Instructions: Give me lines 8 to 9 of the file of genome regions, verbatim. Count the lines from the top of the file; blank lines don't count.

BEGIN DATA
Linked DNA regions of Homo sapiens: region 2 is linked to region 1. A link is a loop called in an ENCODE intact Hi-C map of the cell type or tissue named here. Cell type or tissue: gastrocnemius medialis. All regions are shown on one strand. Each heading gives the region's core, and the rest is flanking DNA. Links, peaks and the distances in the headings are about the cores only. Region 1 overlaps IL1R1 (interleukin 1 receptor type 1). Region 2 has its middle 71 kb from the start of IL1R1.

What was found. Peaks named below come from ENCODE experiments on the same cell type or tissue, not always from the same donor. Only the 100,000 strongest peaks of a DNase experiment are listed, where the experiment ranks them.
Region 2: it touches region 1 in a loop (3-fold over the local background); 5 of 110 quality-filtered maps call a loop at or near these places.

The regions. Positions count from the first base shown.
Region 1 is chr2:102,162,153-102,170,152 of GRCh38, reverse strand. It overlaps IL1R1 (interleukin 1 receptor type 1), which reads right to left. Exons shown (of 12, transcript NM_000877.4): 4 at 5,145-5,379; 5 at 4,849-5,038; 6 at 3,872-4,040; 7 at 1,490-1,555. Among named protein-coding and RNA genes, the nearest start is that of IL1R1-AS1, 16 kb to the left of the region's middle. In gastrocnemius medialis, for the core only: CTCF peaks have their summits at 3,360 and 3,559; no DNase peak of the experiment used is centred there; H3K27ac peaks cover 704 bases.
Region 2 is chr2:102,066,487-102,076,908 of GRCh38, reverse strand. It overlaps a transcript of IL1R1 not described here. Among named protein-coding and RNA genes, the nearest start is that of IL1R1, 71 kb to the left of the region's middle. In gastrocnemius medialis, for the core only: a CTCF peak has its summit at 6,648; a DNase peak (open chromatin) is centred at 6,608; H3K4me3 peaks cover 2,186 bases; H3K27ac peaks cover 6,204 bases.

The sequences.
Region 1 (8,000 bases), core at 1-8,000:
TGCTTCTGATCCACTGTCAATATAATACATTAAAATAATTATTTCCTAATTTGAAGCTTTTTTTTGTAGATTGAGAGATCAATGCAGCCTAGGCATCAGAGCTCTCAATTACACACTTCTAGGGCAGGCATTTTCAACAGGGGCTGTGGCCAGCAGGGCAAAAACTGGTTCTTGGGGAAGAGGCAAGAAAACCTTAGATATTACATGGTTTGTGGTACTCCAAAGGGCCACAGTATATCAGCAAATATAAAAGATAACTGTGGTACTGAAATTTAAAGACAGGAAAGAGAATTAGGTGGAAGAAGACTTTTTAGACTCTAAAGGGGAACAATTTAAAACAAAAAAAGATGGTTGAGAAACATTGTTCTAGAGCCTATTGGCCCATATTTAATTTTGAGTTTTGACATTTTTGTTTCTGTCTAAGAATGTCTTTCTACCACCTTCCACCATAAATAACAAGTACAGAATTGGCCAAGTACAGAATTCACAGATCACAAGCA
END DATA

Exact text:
Region 1 (8,000 bases), core at 1-8,000:
TGCTTCTGATCCACTGTCAATATAATACATTAAAATAATTATTTCCTAATTTGAAGCTTTTTTTTGTAGATTGAGAGATCAATGCAGCCTAGGCATCAGAGCTCTCAATTACACACTTCTAGGGCAGGCATTTTCAACAGGGGCTGTGGCCAGCAGGGCAAAAACTGGTTCTTGGGGAAGAGGCAAGAAAACCTTAGATATTACATGGTTTGTGGTACTCCAAAGGGCCACAGTATATCAGCAAATATAAAAGATAACTGTGGTACTGAAATTTAAAGACAGGAAAGAGAATTAGGTGGAAGAAGACTTTTTAGACTCTAAAGGGGAACAATTTAAAACAAAAAAAGATGGTTGAGAAACATTGTTCTAGAGCCTATTGGCCCATATTTAATTTTGAGTTTTGACATTTTTGTTTCTGTCTAAGAATGTCTTTCTACCACCTTCCACCATAAATAACAAGTACAGAATTGGCCAAGTACAGAATTCACAGATCACAAGCA